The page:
The kind of graffiti we're used to tends to be along the lines of "Barry is a nob," or "for a good time call..." scrawled on the walls of the CVG.com toilets. It gives us something to read while we squeeze out another, erm, internet videogame news story.
Marc Ecko's Getting Up: Contents Under Pressure, on the other hand, takes its inspiration from the real US graffiti culture that's been at the heart of hip-hop culture since the seventies. Set for release on PS2 in September, Marc Ecko (he designs those clothes you see rappers and cider-swilling chavs wearing and used to be a graf artist himself) has apparently been working on the storyline for seven years to ensure it reflects the true essence of graf.
The game itself is a third-person action adventure set in a near future city called New Radius. Playing a rookie graf artist called Trane and fighting to become the hottest tag on the streets, you'll come up against rival gangs, the city's fascistic Civil Conduct Keepers - and eventually the corrupt Mayor of New Radius himself.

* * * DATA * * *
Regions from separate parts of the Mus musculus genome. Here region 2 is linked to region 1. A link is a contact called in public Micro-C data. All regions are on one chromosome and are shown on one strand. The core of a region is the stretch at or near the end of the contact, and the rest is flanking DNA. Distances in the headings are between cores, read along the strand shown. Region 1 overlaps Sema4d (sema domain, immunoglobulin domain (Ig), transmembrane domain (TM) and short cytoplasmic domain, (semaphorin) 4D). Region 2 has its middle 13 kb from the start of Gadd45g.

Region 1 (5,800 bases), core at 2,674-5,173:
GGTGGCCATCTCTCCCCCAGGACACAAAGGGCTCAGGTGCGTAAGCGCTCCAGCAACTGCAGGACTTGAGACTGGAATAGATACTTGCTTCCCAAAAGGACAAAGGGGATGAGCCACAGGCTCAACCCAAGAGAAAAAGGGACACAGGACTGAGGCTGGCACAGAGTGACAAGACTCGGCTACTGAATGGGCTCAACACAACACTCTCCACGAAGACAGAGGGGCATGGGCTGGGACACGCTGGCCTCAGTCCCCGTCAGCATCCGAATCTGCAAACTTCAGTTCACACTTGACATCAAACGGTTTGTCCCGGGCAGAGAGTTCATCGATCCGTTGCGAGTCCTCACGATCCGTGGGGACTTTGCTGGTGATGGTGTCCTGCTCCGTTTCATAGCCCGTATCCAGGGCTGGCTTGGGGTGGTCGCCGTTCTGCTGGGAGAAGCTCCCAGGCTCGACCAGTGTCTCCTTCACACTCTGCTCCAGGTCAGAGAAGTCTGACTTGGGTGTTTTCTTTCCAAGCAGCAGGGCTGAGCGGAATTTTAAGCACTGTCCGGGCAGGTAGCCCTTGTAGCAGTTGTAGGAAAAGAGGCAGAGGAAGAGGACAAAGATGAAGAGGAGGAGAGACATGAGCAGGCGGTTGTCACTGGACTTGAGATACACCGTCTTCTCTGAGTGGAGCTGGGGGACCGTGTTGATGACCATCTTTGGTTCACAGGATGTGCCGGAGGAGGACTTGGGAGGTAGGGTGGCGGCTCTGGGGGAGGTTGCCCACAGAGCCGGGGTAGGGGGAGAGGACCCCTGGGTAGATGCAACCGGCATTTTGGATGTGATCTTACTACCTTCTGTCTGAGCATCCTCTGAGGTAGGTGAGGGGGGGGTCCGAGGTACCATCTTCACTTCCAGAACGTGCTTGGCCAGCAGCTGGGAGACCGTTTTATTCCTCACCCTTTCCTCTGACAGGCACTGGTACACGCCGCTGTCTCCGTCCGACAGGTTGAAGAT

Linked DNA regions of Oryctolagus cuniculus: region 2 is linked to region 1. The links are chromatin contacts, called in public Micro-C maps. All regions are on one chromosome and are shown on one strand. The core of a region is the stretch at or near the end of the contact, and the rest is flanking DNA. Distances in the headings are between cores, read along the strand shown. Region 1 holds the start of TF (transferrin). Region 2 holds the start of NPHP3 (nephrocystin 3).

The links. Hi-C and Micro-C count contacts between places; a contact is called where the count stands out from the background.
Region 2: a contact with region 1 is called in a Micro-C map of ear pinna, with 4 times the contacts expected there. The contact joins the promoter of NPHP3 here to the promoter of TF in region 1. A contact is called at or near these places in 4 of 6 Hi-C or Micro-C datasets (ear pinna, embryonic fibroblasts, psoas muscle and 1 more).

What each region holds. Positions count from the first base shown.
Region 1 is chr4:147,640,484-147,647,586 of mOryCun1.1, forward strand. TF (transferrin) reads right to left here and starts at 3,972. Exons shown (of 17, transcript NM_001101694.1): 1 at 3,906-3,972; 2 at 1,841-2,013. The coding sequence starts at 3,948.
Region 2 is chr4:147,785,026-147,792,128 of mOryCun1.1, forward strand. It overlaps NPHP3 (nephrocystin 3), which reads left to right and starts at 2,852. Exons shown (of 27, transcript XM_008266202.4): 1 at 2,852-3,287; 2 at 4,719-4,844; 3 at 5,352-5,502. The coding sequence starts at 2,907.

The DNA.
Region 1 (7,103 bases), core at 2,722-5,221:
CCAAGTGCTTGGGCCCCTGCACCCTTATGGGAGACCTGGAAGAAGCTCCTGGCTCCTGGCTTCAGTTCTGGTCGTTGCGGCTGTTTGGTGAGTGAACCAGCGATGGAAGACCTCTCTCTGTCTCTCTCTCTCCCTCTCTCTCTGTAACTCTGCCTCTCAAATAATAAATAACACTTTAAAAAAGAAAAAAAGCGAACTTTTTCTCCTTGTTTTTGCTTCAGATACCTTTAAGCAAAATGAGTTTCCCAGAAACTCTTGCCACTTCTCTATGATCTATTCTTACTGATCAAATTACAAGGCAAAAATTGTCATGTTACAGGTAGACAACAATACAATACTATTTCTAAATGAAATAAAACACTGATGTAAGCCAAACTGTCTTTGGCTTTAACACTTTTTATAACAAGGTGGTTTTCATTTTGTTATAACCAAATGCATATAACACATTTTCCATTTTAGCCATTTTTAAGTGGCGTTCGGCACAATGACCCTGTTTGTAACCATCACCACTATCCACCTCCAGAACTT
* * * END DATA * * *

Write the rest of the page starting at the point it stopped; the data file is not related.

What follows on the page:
By finding the best spots to tag you'll spread the message of rebellion to the people of the city, and eventually overthrow the order. It's revolution in a can.
Which is fine, but how does it work from a gameplay point of view? Trane's luckily a bit of a flexible fella, so he can climb around the urban jungle Tomb Raider-style. Of course, not everyone likes to look at revolutionary graffiti, so when trouble comes Trane's way he can fight back with kicks, punches, grapples and crude weapons like dustbin lids. Wallop!
When it comes to the graffing itself, Trane's got an intuition system that highlights the best tag spots and he can use stencils, aerosols, rollers, marker pens, wheat paste and stickers to spread his message. As he travels around the city's 11 environments he'll meet other artists (some of them are real graffers) and learn their style and tags.
As far as the actual process of painting a tag, Atari hasn't offered any specific information. We hope there's at least some element of control over your creations - some analogue stick spraying would be cool.
It certainly looks pretty cool, with our exclusive trailer in particular offering a stylish visual aesthetic and a sensibility that seems like it has come from people in the culture rather than middle-aged executives in a boardroom. Hopefully Getting Up will pack play mechanics solid enough to live up to the cool subject matter.
Make sure you check out our screens and exclusive trailer, and stay tuned for more news on Getting Up: Contents Under Pressure.
Marc Ecko's Getting Up: Contents Under Pressure